With boring basement walls painted a classic cream color, Charlie Kratzer decided to start on his new art project to include visual incitement . Inspired by impressionist art, it was deemed appropriate for him to explore the possibilities of enhancing his walls using such techniques. Ten dollars of Magic Marker and Sharpie later, the place was black and cream and drawn all over.
The Story By Cheryl Truman – email@example.com
When Charlie Kratzer started on the basement art project in his south Lexington home, he was surrounded by walls painted a classic cream. Ten dollars of Magic Marker and Sharpie later, the place was black and cream and drawn all over.
There are fictional detectives Hercule Poirot and Sherlock Holmes, Winston Churchill lounging with George Bernard Shaw — and the TV squirrel Rocky and his less adroit moose pal Bullwinkle.
Says Kratzer of his cartoon of a cartoon: “You appreciate the cleverness more as an adult.”
There’s Georges Seurat’s Sunday Afternoon on the Island of La Grande Jatte. There is Blenheim Palace, the birthplace of Winston Churchill, and the Cornell Law School, of which Kratzer is an alumnus. There is Kratzer’s dad. There is the harlequin pattern — alluded to in culinary culture today by the Panera bread bag — and a fake fireplace facing a real one.
There are both The Walrus and the Carpenter (from Lewis Carroll’s Through the Looking Glass and What Alice Found There), and William Shakespeare. The Marx Brothers peer around a corner. A flip-top garbage can is transformed via marker art into Star Wars’ plucky little beeper R2D2.
Says Kratzer, 53, the associate general counsel for Lexmark: “People are amazed that with something as simple and inexpensive as a Sharpie, you can decorate a whole basement.”
How did this Sharpie world start? With a single swipe of the marker.
Kratzer started mid-wall, with the Salon by Picasso. Then he thought, well, taking a design out to the edge of the wall wouldn’t be overwhelming.
Then the rest of the basement flared off that first wall.
Kratzer’s basement suggests that the great cultural influences wandered out of college humanities class — here a Churchill for eloquence during harsh times, a Joan Crawford for cinematic vampiness, Holmes and Poirot for great literary characterization — and set up shop together in the carefully hand-drawn markings of an educated imagination come to life.
Kratzer might be a lawyer by day, but in his off hours he is a man who has taken the artistic influences and heroes of his life and imagined them onto his walls, that he might keep company with them while he uses the pool table.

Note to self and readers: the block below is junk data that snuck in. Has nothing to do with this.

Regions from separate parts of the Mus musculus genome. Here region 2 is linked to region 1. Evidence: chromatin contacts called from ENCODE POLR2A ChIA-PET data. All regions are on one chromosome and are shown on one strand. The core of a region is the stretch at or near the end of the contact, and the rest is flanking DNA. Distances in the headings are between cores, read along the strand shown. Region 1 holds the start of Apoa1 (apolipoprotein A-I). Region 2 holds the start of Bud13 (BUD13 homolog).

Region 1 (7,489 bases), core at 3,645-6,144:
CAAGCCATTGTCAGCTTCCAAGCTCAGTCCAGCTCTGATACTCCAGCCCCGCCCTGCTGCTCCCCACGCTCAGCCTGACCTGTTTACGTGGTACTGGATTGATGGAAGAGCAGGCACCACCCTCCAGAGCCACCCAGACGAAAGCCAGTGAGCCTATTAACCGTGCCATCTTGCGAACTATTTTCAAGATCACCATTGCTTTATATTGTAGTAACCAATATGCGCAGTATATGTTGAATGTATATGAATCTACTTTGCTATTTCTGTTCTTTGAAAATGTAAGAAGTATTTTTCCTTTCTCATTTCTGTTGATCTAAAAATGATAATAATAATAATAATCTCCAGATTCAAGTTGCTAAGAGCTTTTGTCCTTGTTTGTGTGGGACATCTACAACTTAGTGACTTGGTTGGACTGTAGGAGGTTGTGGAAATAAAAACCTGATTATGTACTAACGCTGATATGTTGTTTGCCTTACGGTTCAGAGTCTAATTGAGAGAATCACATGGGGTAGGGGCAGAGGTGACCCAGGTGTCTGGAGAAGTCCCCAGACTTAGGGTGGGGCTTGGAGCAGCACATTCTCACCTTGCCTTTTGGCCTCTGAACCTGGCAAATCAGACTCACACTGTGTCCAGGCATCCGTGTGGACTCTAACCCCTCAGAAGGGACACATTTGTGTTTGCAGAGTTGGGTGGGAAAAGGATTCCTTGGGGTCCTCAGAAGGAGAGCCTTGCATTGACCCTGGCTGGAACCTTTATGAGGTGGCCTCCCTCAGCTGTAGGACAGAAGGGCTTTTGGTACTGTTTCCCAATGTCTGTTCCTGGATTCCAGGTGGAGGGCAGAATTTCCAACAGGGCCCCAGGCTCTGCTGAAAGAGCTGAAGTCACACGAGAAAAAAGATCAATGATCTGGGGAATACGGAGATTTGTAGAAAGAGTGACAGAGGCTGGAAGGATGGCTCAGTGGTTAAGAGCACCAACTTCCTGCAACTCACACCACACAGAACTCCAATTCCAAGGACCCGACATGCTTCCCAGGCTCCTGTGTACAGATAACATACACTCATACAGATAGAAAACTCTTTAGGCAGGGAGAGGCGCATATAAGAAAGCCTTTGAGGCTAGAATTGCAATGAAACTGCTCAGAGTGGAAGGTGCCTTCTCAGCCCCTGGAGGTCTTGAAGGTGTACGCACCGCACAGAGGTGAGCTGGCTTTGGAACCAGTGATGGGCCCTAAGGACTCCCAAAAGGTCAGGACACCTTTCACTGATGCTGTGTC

Look carefully in this basement o’ dreams and you’ll see a drawing of the Kratzers’ upstairs library — with Claude Monet, the greatest of the Impressionists, at the doorway. It’s a tribute to Monet, but it’s also a way of living with cultural influences: Kratzer and his wife, Deb, don’t just keep them within book covers or admire them in museums. Their Picasso spends each day close to their pinball machine. Agatha Christie’s shrewd little Belgian detective and his carefully pruned mustache hover over the deck door.
From the main floor leading down to the basement, there is a color mural inspired by Picasso’s The Dream.
But through most of the spacious basement there is black line-drawing — around the pinball machine and the pool table and over the bathtub and toilet.
Why the black marker theme? Says Kratzer: “You can do a lot with it.”
Indeed, Sharpie art has its own little corner of the Internet: Artist Justine Ashbee, at www.justineashbee.com, features a gallery of intricate Sharpie art.
Kratzer likes the Impressionists, but he’s also inspired by Picasso — in particular the artist’s ability to convey a lot of information with just a few lines. A gathering at Picasso’s Paris salon in 1919 dominates a far wall, featuring a pantheon of artistic greats including Jean Cocteau, Erik Satie, Clive Bell and Olga Picasso, striking a kind of Sharpie synthesis of marker art between film, music, dance, literature and the muse.
While Kratzer’s basement mural art might have started with one mark, he had decided in his 30s that he wanted Impressionist art in his house, quite a lot of it, and that to afford such a stunning variety he’d best produce it himself.
He began to paint, and now there are paintings all over the house — created by Charlie and critiqued and guided by Deb. The two met at Muhlenberg College in Pennsylvania. Deb, now an at-home mom, formerly taught deaf students.